CHICAGO (CBS) — More details have emerged in the case of a Schaumburg man who is accused of dragging a woman off a forest preserve running path in Hoffman Estates and sexually assaulting her last month.
Ryan Patterson, 27, has been charged with two felony counts of criminal sexual assault and kidnapping for the May 30 attack. His bond was set at $150,000, which he posted Wednesday night.
According to the Cook County Sheriff’s Office, Patterson biked and ran past the 48-year-old victim several times in the Arthur Janura Forest Preserve before knocking her to the ground around 8:15 p.m. He threw the woman’s phone, dragged her into the woods, ordered her to remove her clothes, and sexually assaulted her.
Prosecutors said when Patterson began pulling the victim’s arm up and behind her back, she told him to “do what he has to, but to please stop hurting her.”
After the attack, Patterson allegedly told the victim personal information as she talked to him to distract him while getting dressed. Prosecutors said Patterson revealed he was a graduate of the University of Illinois and even identified himself by his first name. He also told the victim he has difficulty forming relationships with women, so he assaults them.
“This is my fetish, this is how I get turned on,” he allegedly told the woman. “You must be new around here. I’ve been biking these paths, doing this for years, and I’ve never seen you.”
Patterson later called the woman’s phone to help her find it in the brush, according to prosecutors. He then walked with her for about 15 minutes to her car. He asked the victim if they could have sex the next day at the woman’s house.
The victim drove home and told her son about the attack. He took photos of the woman’s dirty clothing as well as scratches and bruising on her legs and neck.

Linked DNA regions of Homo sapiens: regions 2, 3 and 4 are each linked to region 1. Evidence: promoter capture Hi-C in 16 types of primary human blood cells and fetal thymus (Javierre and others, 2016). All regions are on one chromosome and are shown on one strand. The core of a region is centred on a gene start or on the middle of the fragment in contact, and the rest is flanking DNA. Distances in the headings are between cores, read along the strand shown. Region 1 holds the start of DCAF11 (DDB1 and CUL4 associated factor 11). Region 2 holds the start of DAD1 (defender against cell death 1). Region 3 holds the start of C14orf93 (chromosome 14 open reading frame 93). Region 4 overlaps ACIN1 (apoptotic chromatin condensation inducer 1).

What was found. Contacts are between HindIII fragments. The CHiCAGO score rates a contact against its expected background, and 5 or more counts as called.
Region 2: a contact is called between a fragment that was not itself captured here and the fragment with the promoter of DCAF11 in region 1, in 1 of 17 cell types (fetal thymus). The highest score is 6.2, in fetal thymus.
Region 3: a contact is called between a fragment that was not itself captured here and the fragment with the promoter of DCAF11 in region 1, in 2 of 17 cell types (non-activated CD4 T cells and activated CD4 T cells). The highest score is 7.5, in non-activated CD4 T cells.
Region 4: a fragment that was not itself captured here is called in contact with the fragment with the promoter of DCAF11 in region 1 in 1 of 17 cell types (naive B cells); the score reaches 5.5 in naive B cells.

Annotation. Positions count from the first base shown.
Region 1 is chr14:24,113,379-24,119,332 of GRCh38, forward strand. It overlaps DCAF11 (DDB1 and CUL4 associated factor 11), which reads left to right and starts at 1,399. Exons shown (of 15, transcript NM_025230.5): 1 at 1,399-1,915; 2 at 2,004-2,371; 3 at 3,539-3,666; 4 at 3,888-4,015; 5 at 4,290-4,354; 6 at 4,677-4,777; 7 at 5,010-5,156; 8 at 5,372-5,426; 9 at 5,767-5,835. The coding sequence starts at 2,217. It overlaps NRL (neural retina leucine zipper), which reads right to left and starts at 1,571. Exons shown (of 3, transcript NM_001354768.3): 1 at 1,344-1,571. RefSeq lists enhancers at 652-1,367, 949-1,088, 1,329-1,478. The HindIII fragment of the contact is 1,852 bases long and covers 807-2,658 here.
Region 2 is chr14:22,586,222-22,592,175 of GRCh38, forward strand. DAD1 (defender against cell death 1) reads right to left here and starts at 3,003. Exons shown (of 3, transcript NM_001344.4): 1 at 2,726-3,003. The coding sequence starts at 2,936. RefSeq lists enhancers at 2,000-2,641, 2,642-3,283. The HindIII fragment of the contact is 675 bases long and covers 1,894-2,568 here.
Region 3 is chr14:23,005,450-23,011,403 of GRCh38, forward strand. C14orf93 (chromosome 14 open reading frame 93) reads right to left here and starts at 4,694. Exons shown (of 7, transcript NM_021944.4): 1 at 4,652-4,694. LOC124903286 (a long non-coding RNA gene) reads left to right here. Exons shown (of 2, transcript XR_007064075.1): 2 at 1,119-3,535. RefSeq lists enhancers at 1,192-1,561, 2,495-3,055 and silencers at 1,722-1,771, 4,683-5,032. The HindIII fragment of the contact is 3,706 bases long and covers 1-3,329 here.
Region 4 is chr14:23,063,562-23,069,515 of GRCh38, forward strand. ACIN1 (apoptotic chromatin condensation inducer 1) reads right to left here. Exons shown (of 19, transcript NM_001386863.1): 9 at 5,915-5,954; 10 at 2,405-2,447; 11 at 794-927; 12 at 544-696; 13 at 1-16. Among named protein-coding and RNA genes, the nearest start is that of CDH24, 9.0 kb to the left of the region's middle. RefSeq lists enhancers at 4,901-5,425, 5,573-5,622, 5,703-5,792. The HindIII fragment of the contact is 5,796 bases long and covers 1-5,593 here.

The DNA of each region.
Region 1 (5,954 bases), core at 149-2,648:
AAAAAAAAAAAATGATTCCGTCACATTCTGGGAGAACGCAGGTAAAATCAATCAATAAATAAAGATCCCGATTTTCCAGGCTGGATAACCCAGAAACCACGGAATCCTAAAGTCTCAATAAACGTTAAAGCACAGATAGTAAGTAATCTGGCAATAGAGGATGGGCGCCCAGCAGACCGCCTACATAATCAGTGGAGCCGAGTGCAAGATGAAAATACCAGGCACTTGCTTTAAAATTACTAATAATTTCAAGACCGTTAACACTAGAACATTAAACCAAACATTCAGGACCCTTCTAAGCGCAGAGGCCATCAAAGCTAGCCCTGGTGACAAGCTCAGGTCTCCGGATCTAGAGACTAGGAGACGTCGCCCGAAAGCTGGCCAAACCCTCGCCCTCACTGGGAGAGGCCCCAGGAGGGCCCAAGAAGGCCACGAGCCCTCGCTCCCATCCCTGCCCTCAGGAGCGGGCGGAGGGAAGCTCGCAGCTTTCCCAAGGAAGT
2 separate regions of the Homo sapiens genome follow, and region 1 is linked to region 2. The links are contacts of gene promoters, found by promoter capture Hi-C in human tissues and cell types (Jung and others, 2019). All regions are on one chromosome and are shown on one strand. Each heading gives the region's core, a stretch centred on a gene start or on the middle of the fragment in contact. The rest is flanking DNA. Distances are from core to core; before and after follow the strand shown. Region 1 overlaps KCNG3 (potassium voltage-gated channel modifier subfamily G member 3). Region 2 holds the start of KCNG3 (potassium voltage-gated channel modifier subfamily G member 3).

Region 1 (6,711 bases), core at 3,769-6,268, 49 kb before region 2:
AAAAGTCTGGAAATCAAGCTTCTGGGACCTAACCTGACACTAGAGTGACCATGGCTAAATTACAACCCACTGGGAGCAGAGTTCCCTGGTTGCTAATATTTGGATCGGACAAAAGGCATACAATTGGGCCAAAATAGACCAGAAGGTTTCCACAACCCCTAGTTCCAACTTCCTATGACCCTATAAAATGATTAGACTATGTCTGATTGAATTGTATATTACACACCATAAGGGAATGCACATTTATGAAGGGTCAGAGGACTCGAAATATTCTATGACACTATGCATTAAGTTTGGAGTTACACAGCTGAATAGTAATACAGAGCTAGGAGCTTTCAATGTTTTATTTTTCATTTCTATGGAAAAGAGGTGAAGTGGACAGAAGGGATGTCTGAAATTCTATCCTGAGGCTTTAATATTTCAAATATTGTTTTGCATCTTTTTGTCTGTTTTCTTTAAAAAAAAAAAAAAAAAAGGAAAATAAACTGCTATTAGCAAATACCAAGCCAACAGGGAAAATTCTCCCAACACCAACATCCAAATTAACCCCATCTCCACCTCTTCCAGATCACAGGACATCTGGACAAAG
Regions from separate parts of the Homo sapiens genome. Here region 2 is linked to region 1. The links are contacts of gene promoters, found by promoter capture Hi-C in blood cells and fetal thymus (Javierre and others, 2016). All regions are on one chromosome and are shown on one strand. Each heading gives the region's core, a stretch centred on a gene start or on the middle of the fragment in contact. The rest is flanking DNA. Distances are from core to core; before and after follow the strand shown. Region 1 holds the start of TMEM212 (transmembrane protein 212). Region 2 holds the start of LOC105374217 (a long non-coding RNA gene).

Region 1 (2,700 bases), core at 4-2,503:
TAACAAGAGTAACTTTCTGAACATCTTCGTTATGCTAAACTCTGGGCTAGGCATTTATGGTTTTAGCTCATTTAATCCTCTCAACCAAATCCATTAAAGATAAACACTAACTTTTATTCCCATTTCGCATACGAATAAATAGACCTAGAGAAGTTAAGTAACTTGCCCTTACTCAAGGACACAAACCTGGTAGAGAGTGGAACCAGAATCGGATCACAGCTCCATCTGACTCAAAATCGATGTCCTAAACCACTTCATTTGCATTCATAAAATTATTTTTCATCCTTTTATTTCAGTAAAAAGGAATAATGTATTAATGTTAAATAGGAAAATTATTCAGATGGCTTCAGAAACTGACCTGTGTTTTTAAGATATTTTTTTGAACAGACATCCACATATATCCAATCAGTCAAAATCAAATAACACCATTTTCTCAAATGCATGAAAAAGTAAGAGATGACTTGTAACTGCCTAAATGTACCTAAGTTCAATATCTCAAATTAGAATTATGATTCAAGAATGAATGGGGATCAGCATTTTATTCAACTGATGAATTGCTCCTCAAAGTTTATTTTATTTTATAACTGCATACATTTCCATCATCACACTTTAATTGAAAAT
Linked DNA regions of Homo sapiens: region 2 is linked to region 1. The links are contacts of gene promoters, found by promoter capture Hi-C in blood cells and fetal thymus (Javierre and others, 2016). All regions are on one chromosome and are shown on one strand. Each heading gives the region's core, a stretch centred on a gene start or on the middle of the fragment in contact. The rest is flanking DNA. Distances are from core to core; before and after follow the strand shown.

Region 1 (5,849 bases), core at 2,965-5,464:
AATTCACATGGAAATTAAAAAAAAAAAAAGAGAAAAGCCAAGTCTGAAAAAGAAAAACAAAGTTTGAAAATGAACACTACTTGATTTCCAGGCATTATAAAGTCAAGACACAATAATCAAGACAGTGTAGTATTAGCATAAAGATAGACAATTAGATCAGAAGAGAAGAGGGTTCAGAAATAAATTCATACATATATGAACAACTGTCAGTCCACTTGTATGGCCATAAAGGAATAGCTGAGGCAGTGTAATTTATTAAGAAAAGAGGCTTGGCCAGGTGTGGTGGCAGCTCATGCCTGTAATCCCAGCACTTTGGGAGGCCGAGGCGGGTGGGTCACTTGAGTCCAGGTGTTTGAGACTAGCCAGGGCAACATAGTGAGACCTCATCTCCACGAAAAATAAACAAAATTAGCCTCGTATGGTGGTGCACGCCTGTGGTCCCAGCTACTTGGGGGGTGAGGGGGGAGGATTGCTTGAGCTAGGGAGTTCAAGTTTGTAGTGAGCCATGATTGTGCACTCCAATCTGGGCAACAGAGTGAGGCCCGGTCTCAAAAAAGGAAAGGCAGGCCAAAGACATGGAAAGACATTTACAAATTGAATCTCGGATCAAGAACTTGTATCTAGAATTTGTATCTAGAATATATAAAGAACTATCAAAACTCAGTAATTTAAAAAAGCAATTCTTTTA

The day after the attack, Patterson allegedly texted the victim asking to see her again.
“I’m not expecting anything, but if you were serious yesterday about talking some more and hanging out this weekend I’d like that,” Patterson allegedly wrote.
Prosecutors said the victim did not respond to Patterson’s message.
On June 7, the victim reported the attack to Streamwood police. She said she did not immediately go to police because she was scared of the defendant and that she mistrusted authorities because she was raised in communist Poland. She positively identified Patterson in a photo lineup.
Denice Wolf Markham’s organization, Lifespan, supports victims of sexual violence and says the facts presented by the Cook County State’s Attorney’s office indicate that he could be a danger to the public.
“This woman was courageous and she was rewarded by this guy walking out of jail,” she said. “I think in this case the criminal justice system failed all of us, all of us, not just this victim.”
Patterson was ordered to submit to a curfew and GPS monitoring. But victims’ advocates argue that studies show monitoring is far from fullproof when it comes to curbing recidivism.
No one responded at Patterson’s Schaumburg apartment Thursday.
Patterson is now on electronic monitoring. He must surrender his passport, turn in any firearms he owns and not have any contact with the victim. He has a curfew but is allowed to go to work from 8 a.m. to 6 p.m. Monday through Friday.
His next hearing is scheduled for July 8.
Police are encouraging more victims to come forward.